UNITED STATES DISTRICT COURT WESTERN DISTRICT OF NEW YORK
April 29, 2009
MARJORIE E. GILLIES, AS EXECUTRIX OF THE ESTATE OF CHRISTINE JACOBY A/K/A CHRISTINE WALCK, PLAINTIFF,
MICHAEL J. ASTRUE, COMMISSIONER OF SOCIAL SECURITY, DEFENDANT.
The opinion of the court was delivered by: Michael A. Telesca United States District Judge
DECISION and ORDER
Plaintiff, Marjorie E. Gillies ("Plaintiff"), as Executrix of the Estate of Christine Jacoby, a.k.a. Christine Walck ("Jacoby"), brings this action pursuant to Title II of the Social Security Act, seeking review of the final decision of the Commissioner of Social Security ("Commissioner") denying Jacoby's application for a period of disability and Disability Insurance Benefits ("DIB"). Plaintiff specifically alleges that the decision of the Administrative Law Judge, Norma Cannon ("ALJ"), that Jacoby was not disabled within the meaning of the Social Security Act, was not supported by substantial evidence in the record and was contrary to the applicable legal standards.
Plaintiff moves for judgment on the pleadings pursuant to Rule 12(c) of the Federal Rules of Civil Procedure ("Rule 12(c)"), on the grounds that the ALJ's decision was not supported by substantial evidence in the record, and was erroneous. The Commissioner opposes the Plaintiff's motion, and cross-moves for judgment on pleadings on the grounds that the ALJ's decision was supported by substantial evidence in the record. For the reasons set forth below, this Court finds that the ALJ's decision was not supported by substantial evidence in the record, and that there was substantial evidence in the record to find that Jacoby was disabled within the meaning of the Act prior to March 31, 1997, the date she was last insured for DIB. Therefore, this Court grants the Plaintiff's motion for judgment on the pleadings, denies the Commissioner's motion, and remands this action to the Commissioner for calculation and payment of benefits.
Jacoby, a college graduate and former accountant, business manager, and bookstore manager, applied for disability benefits on October 7, 2003, claiming disability since April 15, 1992, due to cognitive difficulties, brain lesions, pain, diabetes, chronic fatigue syndrome, hypertension, back surgery, and sleep disorder. (Transcript of Administrative Proceedings at 80-1, 87) (hereinafter "Tr."). Jacoby's application was initially denied on January 2, 2004, and she timely requested an administrative hearing. (Tr. at 38-41). Jacoby appeared, with counsel, before ALJ Norma Cannon at a video hearing held on June 21, 2006. (Tr. at 1235-70). A lay witness, Marjorie Gillies (the Plaintiff in this case), and a vocational expert each testified at the hearing.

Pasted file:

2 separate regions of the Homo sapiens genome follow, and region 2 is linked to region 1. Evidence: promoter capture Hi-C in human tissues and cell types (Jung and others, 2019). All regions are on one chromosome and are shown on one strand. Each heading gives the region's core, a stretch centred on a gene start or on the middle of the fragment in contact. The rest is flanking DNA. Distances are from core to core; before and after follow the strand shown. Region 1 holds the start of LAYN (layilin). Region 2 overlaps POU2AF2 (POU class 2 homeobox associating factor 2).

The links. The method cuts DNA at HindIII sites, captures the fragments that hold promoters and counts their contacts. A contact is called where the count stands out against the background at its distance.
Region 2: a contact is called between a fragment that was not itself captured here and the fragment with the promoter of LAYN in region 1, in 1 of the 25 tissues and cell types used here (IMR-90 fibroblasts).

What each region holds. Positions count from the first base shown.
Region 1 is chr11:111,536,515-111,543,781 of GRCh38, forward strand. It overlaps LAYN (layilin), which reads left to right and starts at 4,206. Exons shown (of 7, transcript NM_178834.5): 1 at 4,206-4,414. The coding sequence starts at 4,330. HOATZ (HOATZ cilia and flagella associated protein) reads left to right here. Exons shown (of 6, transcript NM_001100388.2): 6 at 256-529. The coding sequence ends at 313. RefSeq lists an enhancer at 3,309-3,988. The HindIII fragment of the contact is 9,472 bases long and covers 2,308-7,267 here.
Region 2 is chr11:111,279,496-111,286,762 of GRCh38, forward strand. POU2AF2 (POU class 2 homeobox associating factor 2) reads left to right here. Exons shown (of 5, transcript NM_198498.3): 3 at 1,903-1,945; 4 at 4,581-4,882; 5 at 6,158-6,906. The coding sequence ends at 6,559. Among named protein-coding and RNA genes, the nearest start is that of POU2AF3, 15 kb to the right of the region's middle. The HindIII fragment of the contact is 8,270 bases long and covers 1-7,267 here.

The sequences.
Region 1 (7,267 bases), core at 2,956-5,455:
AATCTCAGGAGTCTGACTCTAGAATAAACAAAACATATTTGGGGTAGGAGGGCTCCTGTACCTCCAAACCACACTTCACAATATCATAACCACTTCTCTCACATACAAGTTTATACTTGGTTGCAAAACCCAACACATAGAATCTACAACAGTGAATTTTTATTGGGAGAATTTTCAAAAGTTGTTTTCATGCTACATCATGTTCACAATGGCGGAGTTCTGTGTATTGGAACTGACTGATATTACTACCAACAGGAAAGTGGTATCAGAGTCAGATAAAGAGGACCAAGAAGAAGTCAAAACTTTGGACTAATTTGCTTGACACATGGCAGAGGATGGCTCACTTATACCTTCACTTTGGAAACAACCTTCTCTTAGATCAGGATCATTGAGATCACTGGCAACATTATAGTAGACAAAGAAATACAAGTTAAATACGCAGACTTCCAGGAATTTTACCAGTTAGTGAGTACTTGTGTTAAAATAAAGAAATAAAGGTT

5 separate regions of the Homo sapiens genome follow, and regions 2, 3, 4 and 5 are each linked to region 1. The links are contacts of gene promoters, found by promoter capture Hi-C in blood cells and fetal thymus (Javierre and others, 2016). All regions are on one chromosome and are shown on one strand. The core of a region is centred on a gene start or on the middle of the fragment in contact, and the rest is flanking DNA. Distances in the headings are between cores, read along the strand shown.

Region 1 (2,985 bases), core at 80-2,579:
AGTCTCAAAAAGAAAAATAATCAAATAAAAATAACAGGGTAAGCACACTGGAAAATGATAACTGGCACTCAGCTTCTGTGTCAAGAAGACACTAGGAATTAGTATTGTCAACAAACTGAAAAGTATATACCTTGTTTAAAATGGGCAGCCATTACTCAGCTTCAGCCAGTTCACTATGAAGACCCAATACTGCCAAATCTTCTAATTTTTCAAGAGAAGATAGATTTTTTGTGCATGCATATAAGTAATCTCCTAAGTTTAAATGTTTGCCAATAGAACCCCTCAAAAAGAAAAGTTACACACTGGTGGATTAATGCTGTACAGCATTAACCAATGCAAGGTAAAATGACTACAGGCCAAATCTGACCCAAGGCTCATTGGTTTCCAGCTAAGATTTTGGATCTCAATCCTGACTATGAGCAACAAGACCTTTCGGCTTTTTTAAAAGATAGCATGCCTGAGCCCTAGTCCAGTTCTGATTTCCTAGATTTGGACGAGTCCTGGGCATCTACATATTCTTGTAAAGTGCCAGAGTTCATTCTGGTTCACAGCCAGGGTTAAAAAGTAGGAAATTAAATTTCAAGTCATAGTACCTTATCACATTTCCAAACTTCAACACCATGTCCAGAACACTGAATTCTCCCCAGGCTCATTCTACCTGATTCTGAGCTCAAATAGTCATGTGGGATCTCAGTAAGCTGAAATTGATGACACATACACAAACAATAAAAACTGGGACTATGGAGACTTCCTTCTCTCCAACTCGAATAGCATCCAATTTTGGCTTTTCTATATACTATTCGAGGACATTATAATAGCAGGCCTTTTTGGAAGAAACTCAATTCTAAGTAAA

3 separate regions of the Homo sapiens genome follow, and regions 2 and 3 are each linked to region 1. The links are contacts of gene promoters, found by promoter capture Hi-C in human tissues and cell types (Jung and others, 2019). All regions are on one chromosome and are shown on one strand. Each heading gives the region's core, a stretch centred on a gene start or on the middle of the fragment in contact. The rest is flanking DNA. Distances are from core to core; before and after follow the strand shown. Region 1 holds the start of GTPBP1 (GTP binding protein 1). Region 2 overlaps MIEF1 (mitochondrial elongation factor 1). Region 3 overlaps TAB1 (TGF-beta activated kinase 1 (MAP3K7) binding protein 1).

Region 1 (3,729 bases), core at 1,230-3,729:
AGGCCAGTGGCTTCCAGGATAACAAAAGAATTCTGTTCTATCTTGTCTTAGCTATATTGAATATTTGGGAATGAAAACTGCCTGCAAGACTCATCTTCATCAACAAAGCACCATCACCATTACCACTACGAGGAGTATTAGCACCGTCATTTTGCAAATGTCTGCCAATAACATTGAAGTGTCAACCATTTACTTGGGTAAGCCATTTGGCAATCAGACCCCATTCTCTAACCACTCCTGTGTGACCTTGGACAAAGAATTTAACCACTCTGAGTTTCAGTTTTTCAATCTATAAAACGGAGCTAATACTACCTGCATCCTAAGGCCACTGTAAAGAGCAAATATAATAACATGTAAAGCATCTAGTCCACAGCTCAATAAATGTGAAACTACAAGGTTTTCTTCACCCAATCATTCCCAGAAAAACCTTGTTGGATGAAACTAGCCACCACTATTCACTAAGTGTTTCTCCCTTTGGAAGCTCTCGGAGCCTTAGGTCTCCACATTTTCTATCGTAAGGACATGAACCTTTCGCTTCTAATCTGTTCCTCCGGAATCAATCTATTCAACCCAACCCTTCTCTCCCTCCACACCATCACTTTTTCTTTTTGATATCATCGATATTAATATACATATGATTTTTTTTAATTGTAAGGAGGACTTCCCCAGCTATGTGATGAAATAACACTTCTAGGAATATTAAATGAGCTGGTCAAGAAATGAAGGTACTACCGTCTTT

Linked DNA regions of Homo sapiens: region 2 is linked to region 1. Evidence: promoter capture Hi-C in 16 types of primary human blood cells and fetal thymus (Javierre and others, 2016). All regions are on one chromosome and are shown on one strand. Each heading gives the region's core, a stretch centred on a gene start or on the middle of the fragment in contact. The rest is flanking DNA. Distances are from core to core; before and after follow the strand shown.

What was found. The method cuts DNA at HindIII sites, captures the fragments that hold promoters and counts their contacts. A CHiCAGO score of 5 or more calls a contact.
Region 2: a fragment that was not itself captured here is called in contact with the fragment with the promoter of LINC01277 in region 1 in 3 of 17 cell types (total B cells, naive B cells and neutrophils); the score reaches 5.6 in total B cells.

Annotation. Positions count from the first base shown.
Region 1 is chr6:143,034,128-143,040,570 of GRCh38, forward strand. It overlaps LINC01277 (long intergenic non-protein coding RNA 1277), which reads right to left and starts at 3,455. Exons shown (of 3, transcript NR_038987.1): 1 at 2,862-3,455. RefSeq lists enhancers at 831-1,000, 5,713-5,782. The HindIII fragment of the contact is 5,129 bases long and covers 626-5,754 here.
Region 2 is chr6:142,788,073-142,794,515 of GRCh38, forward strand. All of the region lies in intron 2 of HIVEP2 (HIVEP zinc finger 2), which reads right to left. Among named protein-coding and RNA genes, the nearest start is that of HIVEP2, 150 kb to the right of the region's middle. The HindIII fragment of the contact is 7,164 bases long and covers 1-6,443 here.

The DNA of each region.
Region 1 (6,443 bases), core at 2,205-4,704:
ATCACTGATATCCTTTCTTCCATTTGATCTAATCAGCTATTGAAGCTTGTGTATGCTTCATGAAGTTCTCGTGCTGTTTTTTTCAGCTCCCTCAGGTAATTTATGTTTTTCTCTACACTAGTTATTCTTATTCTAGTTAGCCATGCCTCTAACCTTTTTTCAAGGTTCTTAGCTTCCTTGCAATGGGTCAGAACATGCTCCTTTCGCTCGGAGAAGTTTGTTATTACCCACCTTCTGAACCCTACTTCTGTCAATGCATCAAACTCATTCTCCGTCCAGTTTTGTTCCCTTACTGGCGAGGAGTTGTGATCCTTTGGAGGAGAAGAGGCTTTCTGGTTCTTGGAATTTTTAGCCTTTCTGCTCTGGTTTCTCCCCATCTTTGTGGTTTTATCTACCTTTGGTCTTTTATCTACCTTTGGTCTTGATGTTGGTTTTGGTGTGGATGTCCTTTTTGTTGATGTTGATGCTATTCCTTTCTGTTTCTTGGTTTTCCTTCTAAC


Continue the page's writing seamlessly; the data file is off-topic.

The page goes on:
In a decision dated August 16, 2006, the ALJ found that Jacoby met the insured status requirements through March 31, 1997, but was not disabled within the meaning of the Social Security Act prior to that date, and therefore was not entitled to benefits. (Tr. at 17- 27). The ALJ's decision became the final decision of the Commissioner when the Social Security Appeals Council denied further review on June 15, 2007. (Tr. at 9). Jacoby committed suicide on June 17, 2007, and the Plaintiff filed this action on behalf of her estate on August 7, 2007. (See Plaintiff's Memorandum at 1).
I. Jurisdiction and Scope of Review
42 U.S.C. §405(g) grants jurisdiction to district courts to hear claims based on the denial of Social Security benefits. When considering these cases, this section directs the Court to accept the findings of fact made by the Commissioner, provided that such findings are supported by substantial evidence in the record. Substantial evidence is "such relevant evidence as a reasonable mind might accept as adequate to support a conclusion." Consolidated Edison Co. V. NLRB, 305 U.S. 197, 229 (1938). The Court's scope of review is limited to whether or not the Commissioner's findings were supported by substantial evidence in the record, and whether the Commissioner employed the proper legal standards in evaluating the plaintiff's claim. See Monger v. Heckler, 722 F.2d 1033, 1038 (2d Cir. 1983) (finding a reviewing Court does not try a benefits case de novo). The Court must "scrutinize the record in its entirety to determine the reasonableness of the decision reached." Lynn v. Schweiker, 565 F.Supp. 265, 267 (S.D. Tex. 1983) (citation omitted).
The Plaintiff moves for judgment on the pleadings pursuant to Rule 12(c), on the grounds that the ALJ's decision is not supported by substantial evidence in the record and is not in accordance with the applicable legal standards. The Commissioner claims that the ALJ's decision is supported by substantial evidence in the record and moves for judgment on the pleadings to affirm this decision.
Judgment on the pleadings may be granted under Rule 12 (c) where the material facts are undisputed and where judgment on the merits is possible merely by considering the contents of the pleadings. Sellers v. M.C. Floor Crafters, Inc., 842 F.2d 639 (2d Cir. 1988). If, after reviewing the record, the Court is convinced that "the plaintiff can prove no set of facts in support of [his] claim which would entitle [him] to relief," judgment on the pleadings may be appropriate. See Conley v. Gibson, 355 U.S. 41, 45-46 (1957). This Court finds that there is substantial evidence in the record to find that Jacoby was disabled prior to March 31, 1997, the date she was last insured for DIB. Therefore, the Plaintiff's motion for judgment on the pleadings is granted, the Commissioner's motion is denied, and the case is remanded to the Commissioner for calculation and payment of benefits.